Shakespeare, Shrove Tuesday, and lent
What is Shrove Tuesday?
According to the Christian calendar, today (Tuesday) is Shrove Tuesday AKA fat Tuesday, AKA pancake day, AKA Fasnacht Day, (if you live in Pennsylvania ) It is the season that commemorates the time in Jesus Christ fasted in the desert for 40 days, then he then entered Jerusalem with his followers, had his last meal the last supper was betrayed by Judas. was crucified, died and ascended to heaven on Easter Sunday.
Every aspect of the Easter story from Christ’s entry to Jerusalem to the Holy Thursday celebration of the Last Supper, to his death and the cross on Good Friday has been ritualized by the Catholic and many Protestant churches. Incidentally, Holy Thursday is determined by the Jewish calendar, which is in itself coordinated by the Paschal moon, the last full moon before the Vernal Equinox.
Growth and fertility; pain and pleasure, privation, and excess, things dying and things born. These extreme states of being and the dramatic stories of Christ’s passion are, of course, very good theater, so it’s no wonder that Shakespeare would choose to incorporate the themes and motifs of Shrove Tuesday into his plays.
Shakespeare and Shrove Tuesday
Shakespeare loved pancakes!
Shakespeare uses a lot of Christian imagery and theology in all of his plays but he also specifically refers to Shrove Tuesday, with its pancake suppers, use of theatrical disguise, and carefree attitude. He also refers to Lent, and the threadbare and lean times it represents. In a general sense, a lot of his plays deal with the swinging back-and-forth of Time, where society is simultaneously getting ready to purge itself of sin and deny itself of pleasure. I thought I’d explore that by taking a look at some examples of text Shakespeare that deal with these themes.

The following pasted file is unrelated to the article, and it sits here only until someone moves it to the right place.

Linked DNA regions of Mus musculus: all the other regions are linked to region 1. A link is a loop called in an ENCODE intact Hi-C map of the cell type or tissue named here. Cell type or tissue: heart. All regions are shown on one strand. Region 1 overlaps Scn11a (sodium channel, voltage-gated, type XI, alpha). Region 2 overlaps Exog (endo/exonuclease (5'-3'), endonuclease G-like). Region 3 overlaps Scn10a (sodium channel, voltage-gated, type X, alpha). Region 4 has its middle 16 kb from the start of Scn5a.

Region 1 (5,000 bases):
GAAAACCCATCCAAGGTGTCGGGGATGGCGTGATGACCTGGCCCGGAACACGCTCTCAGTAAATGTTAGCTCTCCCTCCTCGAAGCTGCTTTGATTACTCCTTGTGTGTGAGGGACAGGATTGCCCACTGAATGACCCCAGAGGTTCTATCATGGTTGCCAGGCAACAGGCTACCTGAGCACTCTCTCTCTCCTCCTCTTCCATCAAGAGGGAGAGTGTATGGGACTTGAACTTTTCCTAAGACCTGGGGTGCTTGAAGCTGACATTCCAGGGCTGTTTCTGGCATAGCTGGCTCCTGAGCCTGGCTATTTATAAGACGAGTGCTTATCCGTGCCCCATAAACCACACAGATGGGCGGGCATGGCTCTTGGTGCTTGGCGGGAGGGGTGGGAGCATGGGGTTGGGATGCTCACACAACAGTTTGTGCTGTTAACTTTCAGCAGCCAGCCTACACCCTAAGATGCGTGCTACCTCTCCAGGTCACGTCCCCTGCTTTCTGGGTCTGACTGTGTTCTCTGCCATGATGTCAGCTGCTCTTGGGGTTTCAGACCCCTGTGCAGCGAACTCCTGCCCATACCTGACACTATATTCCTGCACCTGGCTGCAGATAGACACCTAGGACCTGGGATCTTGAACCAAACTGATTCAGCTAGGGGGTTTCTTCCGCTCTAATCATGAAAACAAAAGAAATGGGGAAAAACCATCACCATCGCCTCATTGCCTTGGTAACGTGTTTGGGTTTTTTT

First, let’s talk about Shrove Tuesday; in As You Like It, Touchstone makes reference to eating pancakes, traditional food for Shrove Tuesday in a lot of Christian communities. There are variations like donuts and fasnachts, but the idea is to eat up the fat and oil in your house. This is because to begin the start of length a time when Christians are supposed to abstain from fat, people would use the remaining oil and butter in their houses to have pancake suppers.
This modest pancake supper is one tradition of Shrove Tuesday, but there are many more elaborate ones. As I mentioned Shrove Tuesday goes by many names but the most extreme and extravagant celebration of the purging of sin in preparation for Lent is, of course, Mardi Gras. The celebration of Mardi gras in New Orleans is an offshoot of the Shrove Tuesday tradition which is why it is often celebrated as an extravagant party with food, drink, and sometimes lewd behavior. Sometimes, Mardi Gras celebrations even incorporate Shakespeare plays as a theme:
Masks and Mardi Gras
As you can imagine getting the chance to purge yourself from sin and do things that you wish you wanted to do might make you a bit self-conscious which is why traditionally in a lot of cultures mardi gras is celebrated by the wearing of masks where people can hide their faces, and adopt an extreme personality, and indulge in dancing and drinking. Venice is another city famous for its Mardi Gras celebrations and Shakespeare uses this tradition heavily in his play The Merchant Of Venice.
Shakespeare’s debt to Italy